The social values of honor and shame, which have attracted much research from cultural anthropology and New Testament studies for the past five decades, is the main focus of the book. This book proposes the need to combine major contributions of narrative, rhetorical, and cultural anthropological approaches to trace the development of the twofold honor-shame concept throughout the Marcan narrative—with special attention to family relations. Though adequate social-scientific and socio-rhetorical studies in Mark’s Gospel (even in relation to honor and shame) have been conducted, there are still few scholarly monographs that trace the honor-shame motifs from the start to the end of the narrative through the use of helpful insights from literary methods and heuristic models (e.g., challenge-riposte; patron–client relation). Thus, this book seeks to undertake this kind of research. If argues further that Mark intends to reverse the content of the honor-shame value system of his audience by means of narrative reversal and family relativization. Such dramatic redefinition basically turns this value system upside-down, especially in relation to the natural family and the new fictive family of Jesus. Finally, the book unpacks how Mark persuades his readers to reverse their value system—what they consider as shameful must now be valued as honorable, and what they view as honorable must now be seen as dishonorable. NT scholars, seminary professors, and graduate students will benefit from reading this book, which offers a fresh integrated honor–shame approach in studying Mark’s Gospel from start to finish.
Edited by Cyril Levitt and Sabine Sander
This posthumously published work by Lawrence Krader surveys the study of myths from ancient times (classical Greece and Rome, Egypt, Babylonian, Akkadian, Sumerian, Chinese) from the Biblican traditions, from the indigenous peoples of the Americas and Australia, and from Northeastern and Central Asia.The book covers the various approaches to the study of myth from ancient times through Europe in the Middle Ages, in the Renaissance and Enlightenment, in the Romantic movement in the late eighteenth and early to mid-nineteenth century, among the evolutionists of the mid-nineteenth to the early twentieth century, and the structuralists, and hermeneutic approaches as well as linguistics. The book covers the treatment of myth from the inside that is from the experience of those committed to the myth and from the outside or those ethnologists, philosophers, and other students of myth who are outsiders. This treatment takes up the theme of esoteric and exoteric myths as it rejects some of the assumptions and approaches to the study of myth in the past while singling out others for approval and inclusion in the general theory of myth. Interestingly, it includes a discussion of myth in science and in infinitesimal mathematics. And, it considers the relationship between myth and ideology in the twentieth century in relation to politics and power. It both incorporates and broadens Krader’s theory of nature as a manifold consisting of different orders which he developed in his magnum opus Noetics: The Science of Thinking and Knowing.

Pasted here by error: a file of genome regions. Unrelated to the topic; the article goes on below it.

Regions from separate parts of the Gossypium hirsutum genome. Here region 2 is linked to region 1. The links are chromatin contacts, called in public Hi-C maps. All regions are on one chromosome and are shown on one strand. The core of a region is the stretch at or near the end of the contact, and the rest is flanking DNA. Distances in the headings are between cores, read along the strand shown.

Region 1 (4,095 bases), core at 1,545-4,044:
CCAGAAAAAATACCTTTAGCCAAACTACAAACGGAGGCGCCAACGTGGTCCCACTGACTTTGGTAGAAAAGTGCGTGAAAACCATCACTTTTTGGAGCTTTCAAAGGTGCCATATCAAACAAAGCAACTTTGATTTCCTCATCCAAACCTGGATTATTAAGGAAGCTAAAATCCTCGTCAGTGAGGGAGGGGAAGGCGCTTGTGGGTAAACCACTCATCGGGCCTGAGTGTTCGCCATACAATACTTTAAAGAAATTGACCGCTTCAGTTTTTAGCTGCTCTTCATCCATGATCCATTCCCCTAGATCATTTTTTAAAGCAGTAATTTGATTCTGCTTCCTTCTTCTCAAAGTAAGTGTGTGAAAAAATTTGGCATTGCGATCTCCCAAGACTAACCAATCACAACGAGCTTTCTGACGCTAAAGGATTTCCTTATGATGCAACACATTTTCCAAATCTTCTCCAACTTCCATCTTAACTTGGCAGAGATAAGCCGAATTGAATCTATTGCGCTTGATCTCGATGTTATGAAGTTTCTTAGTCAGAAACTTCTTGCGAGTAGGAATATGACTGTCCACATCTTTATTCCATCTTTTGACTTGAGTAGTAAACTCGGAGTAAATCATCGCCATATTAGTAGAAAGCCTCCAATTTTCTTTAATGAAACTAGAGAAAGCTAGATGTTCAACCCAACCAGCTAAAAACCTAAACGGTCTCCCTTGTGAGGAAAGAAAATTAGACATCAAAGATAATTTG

Prendre une décision
Edited by Nicole Decostre
Jouir d’un jugement adéquat au long de la vie grâce à une véritable éducation de la pensée, si possible dès l’enfance et, par conséquent, pouvoir décider de façon efficace, représente le but essentiel de l’auteur. Cela est particulièrement important pour préserver la démocratie par la compétence d’une citoyenneté lucide et responsable.
Mais c’est par une histoire à la fois réaliste et merveilleuse, suite directe de Pixie, que Lipman nous plonge dans les questions les plus actuelles : une éducation appropriée à l’action, des relations positives avec la nature et les animaux, la solidarité dans les épreuves, la reconnaissance de l’autre, le dialogue des générations, la préservation de l’imagination et de la créativité, etc. Notre avenir humain en dépend. Il faut donc s’y appliquer car « l’éducation morale bien menée est tout, sauf facile. »